Already a customer? Sign In
The Truchas Gallery
Arcata-based artist Laura Chapman White has a show of oil paintings at Truchas Gallery, Los Bagels Old Town for December and January.
This summer, she spent a month in Paris working on new projects and sharpening her vision.
"I explored the ancient city with its heavy ornamentation, gathering inspiration and strength for what I do best. Each day I would open the old windows overlooking a puzzle of zinc rooftops. Neighborhood churches and grand cathedrals were seemingly behind every corner and the top of every hill. Despite my personal lack of religious feeling, these places struck me as dazzling, glittering, golden works of inspiration and passion. Ancient stuff was everywhere. There was a medieval museum I went to with all of this beautiful gold and ivory and silver, and these really intense, beautiful colors that at the time were made from the most precious minerals in the world. Ultramarine, the pigment, comes from a stone called lapis lazuli, it means 'beyond the sea.' Stones were taken across the ocean and ground into little magical things put onto paintings to show how valuable these objects were, and how important these religious items were . ... I use these pigments and I use these metals and transform this plain piece of wood into a beautiful piece of art, and its almost the same kind of change that you see from this mundane nothing to a beautiful piece of religious work. ... Despite my personal lack of religious feeling, I still feel connected to the world and other people."
Growing up in rural Missouri, Laura's earliest experiences of art came in the form of religious icons.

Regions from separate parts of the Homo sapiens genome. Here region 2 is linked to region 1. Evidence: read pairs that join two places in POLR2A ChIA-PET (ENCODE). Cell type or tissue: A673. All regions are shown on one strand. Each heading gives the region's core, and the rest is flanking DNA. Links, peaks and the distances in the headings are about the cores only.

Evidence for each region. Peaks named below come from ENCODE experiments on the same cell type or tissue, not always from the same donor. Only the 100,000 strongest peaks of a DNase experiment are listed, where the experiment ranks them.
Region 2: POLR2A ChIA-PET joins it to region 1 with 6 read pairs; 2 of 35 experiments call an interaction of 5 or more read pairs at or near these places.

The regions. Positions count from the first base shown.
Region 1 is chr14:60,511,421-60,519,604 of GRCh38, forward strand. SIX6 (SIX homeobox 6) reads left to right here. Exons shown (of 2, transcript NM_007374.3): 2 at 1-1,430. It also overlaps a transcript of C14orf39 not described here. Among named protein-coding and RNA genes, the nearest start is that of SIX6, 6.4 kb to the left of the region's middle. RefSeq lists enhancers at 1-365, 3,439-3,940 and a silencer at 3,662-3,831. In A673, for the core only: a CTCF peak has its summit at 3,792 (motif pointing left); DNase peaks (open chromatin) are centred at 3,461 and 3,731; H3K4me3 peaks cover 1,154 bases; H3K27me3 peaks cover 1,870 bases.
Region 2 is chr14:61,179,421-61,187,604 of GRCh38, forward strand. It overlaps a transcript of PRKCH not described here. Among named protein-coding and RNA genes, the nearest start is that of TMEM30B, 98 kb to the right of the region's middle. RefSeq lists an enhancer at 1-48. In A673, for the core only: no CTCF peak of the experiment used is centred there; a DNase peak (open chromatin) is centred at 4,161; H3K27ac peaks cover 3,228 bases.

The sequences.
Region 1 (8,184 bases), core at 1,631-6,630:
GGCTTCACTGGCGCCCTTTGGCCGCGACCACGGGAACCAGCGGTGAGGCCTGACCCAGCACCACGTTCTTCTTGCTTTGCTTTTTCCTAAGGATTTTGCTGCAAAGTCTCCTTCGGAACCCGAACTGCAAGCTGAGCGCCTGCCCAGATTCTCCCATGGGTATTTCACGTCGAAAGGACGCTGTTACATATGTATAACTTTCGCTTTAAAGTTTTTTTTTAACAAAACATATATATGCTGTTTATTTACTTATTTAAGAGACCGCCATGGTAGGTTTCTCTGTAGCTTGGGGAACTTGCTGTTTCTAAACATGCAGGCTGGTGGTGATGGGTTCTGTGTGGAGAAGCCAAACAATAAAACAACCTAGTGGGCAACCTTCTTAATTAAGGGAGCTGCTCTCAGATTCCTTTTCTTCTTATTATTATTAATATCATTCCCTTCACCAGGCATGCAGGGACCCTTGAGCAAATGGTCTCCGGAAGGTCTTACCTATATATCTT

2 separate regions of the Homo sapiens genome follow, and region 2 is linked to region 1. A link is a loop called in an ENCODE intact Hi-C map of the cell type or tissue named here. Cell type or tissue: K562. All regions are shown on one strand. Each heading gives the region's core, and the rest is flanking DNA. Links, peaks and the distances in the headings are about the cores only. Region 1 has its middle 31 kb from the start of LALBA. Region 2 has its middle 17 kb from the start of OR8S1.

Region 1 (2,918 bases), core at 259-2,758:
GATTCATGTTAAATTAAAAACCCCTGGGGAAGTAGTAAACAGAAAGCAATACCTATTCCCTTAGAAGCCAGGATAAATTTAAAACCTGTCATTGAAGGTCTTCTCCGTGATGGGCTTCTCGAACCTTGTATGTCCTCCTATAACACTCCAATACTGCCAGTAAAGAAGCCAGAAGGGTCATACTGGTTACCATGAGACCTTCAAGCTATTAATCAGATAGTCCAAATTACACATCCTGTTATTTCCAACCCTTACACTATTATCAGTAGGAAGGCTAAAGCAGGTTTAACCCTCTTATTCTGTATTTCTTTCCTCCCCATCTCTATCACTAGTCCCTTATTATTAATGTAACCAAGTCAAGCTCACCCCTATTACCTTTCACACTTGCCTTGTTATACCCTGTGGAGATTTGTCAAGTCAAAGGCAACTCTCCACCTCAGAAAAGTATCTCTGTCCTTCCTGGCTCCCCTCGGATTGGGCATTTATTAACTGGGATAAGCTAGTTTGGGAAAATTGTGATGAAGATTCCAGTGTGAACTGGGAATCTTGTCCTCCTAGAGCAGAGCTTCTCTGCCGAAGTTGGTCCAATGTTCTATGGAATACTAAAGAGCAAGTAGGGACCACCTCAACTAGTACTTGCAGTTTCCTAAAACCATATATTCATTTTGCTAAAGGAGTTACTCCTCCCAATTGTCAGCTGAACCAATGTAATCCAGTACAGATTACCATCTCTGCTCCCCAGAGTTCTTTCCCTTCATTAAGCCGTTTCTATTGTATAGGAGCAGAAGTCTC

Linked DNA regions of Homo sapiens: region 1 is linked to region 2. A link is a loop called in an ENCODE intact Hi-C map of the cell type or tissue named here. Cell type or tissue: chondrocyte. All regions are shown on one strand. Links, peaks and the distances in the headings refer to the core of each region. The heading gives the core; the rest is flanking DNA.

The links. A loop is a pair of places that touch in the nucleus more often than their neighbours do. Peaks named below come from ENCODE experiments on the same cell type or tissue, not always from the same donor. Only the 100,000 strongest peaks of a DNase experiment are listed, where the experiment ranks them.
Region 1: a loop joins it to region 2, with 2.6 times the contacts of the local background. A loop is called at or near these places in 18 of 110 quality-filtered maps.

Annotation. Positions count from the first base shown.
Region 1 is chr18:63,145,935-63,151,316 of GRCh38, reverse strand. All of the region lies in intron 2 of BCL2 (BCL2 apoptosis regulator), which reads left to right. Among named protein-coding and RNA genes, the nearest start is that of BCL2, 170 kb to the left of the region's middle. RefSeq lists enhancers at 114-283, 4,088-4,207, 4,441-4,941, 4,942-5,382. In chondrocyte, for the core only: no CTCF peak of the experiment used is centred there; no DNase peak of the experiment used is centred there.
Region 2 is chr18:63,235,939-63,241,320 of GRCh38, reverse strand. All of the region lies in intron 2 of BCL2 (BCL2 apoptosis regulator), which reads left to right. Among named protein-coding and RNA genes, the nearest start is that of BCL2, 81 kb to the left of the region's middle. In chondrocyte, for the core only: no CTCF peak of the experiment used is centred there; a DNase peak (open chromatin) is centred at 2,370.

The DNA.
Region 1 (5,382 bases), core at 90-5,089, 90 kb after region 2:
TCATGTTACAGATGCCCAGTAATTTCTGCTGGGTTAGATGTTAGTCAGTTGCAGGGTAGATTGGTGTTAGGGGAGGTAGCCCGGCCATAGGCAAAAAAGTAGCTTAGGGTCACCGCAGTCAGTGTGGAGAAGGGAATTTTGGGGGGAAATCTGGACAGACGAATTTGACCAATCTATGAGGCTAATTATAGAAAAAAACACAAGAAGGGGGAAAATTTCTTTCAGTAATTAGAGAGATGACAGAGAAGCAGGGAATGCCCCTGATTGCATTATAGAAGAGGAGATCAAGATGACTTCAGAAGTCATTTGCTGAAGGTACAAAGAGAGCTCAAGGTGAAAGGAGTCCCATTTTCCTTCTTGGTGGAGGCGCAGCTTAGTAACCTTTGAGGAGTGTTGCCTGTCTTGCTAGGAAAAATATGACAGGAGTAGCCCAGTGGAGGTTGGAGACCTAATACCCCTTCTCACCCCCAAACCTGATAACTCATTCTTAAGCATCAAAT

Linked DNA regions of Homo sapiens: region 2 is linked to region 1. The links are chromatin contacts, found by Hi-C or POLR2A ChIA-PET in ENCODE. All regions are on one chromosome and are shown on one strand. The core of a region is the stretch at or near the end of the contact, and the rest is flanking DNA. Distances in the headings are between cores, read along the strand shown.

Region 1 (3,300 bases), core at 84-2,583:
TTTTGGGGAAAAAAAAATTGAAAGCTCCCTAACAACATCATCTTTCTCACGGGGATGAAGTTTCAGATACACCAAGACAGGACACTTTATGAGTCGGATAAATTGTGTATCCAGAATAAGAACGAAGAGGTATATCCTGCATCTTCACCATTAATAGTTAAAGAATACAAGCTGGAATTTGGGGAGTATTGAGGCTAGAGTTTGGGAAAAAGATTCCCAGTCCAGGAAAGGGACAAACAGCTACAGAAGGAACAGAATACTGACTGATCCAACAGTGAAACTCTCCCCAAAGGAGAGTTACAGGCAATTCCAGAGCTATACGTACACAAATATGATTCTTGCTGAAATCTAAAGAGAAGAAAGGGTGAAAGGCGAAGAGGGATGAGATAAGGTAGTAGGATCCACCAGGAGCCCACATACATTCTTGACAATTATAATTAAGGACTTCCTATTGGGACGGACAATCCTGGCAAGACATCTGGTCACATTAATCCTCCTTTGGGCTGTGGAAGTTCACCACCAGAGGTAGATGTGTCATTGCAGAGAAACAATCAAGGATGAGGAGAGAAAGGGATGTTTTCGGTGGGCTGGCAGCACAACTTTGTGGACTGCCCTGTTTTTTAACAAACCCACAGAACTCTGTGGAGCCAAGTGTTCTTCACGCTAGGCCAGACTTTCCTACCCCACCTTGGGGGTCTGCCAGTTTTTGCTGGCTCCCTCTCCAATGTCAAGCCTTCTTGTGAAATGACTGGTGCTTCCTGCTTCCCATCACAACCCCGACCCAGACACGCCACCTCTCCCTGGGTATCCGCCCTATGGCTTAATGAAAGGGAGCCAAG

"Where I grew up in rural Missouri, often the only art works in my family’s homes were Jesus and the Sacred Heart or the Holy Family. These objects always fascinated me. They were so often made with rich colors, deep blue and intense red, gold, silver and jewels. These images were so interesting to me as a kid, not because I was really religious or interested in that, but because they were so rich and beautiful. They had such great colors, lots of gold and crazy holograms and rainbows -- amazing pieces of art -- and they were really the only art I was exposed to as a child. I didn't really see a lot of museum-quality stuff until I was older. This early influence remains visible in my work. With pigment and metals, I transform wood panels into works of art. I create a holy object from a mundane one. Each painting is a reminder of the possibility of beauty in the world. The most important thing for me as an artist is to share that possibility."
While she enjoys making portraits, figure paintings, and many kinds of wildlife, owls are a subject that she returns to again and again.A reception will be held during Arts Alive on Saturday, December 7th, from 6-9 p.m.
White speaks of owls as keen observers, and says that they represent the heart of her work. For her, they stand for wisdom, judgment and understanding the world. Beyond that they are intensely beautiful, she is fascinated with their eyes seeming to follow you around the room. She hopes that the viewer of her painted owls finds the beauty in them as well, and brings their own meaning to the work.
" When I was young, I dreamed of a life that had beauty and had joy, says White.. I have painted myself into a new one, filled with richness, color and strength. These works are concrete reminders of my vocation and of the fact that I can change my reality. There is always the possibility that something new will happen. These remind me that where I am is not where I will be. Dream is destiny. The future is yours to create."